We dig deeper
In House laboratory
Our in-house laboratory is equipped with the latest equipment and allows our veterinarians to analyse and diagnose specific health conditions. These tests assist with monitoring treatments & checking organs that cannot be checked with a physical examination.Our lab allows our veterinarians to perform a range of diagnostic tests to achieve an accurate, rapid response. commonly we run diagnostic tests including:
Blood tests which include: haematology (identifies white & red blood cell health) & biochemistry (which assesses the health parameters of organs & electrolytes)
Urinalysis testing which assesses urine & identifies any problems that can arise from a number of conditions. It also includes checking the ability of the urine to concentrate properly & for the identification of crystal formation.
Faecal float tests which involves assessing faeces for the presence of worm eggs.
Cytology testing involves looking at samples on a slide under a microscope. Common examples include fine-needle aspirates (FNA’s) of lumps, swabs from ear infections & skin/hair follicle scrapings.
All of these tests can have results within minutes.Having an in-house laboratory assists us in providing valuable information about our patient’s anaesthetic safety. A simple blood test before a surgical procedure to check liver and kidney function is vital to ensure they are able to break down the anaesthetic drugs.For older pets we recommend a 6 monthly wellness blood test as this allows for early detection of disease and illness that can be preventable or easily managed.
Cytology is the microscopic examination of cells that have been collected from the body. By examining the appearance of these cells, including their number, size, shape, color, internal characteristics, and how they fit together with their neighbors, it is often possible to make a diagnosis of a specific disease process.
Cytology is most often used to diagnose the nature of 'lumps and bumps' found on the surface of the body. However, cytology can also be used to evaluate:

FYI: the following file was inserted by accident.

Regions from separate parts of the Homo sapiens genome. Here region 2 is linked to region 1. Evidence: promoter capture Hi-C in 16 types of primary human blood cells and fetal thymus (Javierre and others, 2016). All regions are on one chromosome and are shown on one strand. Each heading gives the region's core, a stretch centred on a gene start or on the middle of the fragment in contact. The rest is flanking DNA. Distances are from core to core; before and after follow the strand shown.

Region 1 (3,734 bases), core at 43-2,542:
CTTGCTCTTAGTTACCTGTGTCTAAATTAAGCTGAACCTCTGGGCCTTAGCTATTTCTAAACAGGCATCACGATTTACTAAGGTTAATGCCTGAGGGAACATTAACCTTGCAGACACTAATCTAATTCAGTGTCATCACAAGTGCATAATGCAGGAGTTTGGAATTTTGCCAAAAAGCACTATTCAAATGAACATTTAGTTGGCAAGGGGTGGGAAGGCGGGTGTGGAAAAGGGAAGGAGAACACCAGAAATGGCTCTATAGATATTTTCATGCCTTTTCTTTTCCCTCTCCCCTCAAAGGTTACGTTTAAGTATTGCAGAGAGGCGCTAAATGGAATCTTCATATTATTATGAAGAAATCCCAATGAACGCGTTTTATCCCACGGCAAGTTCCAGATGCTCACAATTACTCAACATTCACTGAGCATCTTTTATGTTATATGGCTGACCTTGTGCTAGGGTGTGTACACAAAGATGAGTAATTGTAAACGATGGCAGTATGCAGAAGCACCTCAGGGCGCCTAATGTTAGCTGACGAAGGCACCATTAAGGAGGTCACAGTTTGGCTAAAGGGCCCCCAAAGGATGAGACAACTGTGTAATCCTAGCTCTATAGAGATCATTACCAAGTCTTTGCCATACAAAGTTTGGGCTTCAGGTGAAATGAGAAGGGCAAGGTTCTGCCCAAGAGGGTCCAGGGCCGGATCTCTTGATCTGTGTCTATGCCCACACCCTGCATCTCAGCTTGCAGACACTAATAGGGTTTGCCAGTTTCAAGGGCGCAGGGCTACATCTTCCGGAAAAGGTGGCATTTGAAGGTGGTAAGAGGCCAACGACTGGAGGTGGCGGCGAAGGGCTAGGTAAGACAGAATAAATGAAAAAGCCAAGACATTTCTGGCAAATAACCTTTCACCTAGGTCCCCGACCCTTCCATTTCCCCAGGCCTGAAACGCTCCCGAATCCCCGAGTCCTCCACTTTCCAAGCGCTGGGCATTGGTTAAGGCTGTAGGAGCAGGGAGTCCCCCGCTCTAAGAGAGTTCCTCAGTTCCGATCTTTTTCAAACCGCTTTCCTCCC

internal organs, such as the liver, lungs, lymph nodes, and kidneys
body fluids, such as urine or joint fluid
abnormal accumulations of fluids (called effusions), especially in the chest and abdomen
various surfaces of the body, both external and internal (e.g., mouth, eyes, breathing passages, or vagina)
Our clinic is able to provide cytological evaluations rapdily to help ensure that you and your pet get the answers you need as soon as possible.
Sonography or ultrasound is a non-invasive, pain-free procedure that uses sound waves to examine a pet’s internal organs and other structures inside the body. It can be used to evaluate the animal’s heart, kidneys, liver, gallbladder, and bladder; liver, gallbladder, and bladder; to detect fluid, cysts, tumors, or abscesses; and to confirm pregnancy or monitor an ongoing pregnancy.We may use this imaging technique in conjunction with radiography (x-rays) and other diagnostic methods to ensure a proper diagnosis.
We are proud to offer digital radiology (x-rays that are captured digitally rather than on film). This state-of-the-art technology allows us to provide you with a quicker diagnosis for your pet.We routinely use x-rays to help identify the cause of problems, rule out possible problems, or provide a list of possible causes. We may also use x-rays during a wellness exam to diagnose potential problems before they become serious.X-rays provide valuable information about a pet’s bones, gastrointestinal tract (stomach, intestines, colon), respiratory tract (lungs), heart, and genitourinary system (bladder, prostate). We use radiology alone or in conjunction with other diagnostic tools.
This minimally invasive procedure allows a veterinarian to see inside a pet’s body and, when necessary, take biopsies (tissue samples) and particularly valuable in retrieving swallowed items without having to perform surgery. Endoscopy is commonly used to examine the inside of the ears, nose, oesophagus, colon, bladder, stomach, and other internal organs.To perform this procedure, the veterinarian inserts the endoscope (a long tube with a camera at one end) into the area to be examined. Endoscopy does require that your pet be placed under anaesthesia. As with all such procedures, we follow strict protocols and continually monitor your pet’s vital signs to help ensure their safety.
In some cases where special blood tests are required to further work-up a case or if histopathology testing is required on surgical biopsy samples, we send the samples to an external lab in Brisbane. This can take a little longer, normally a few days at the most.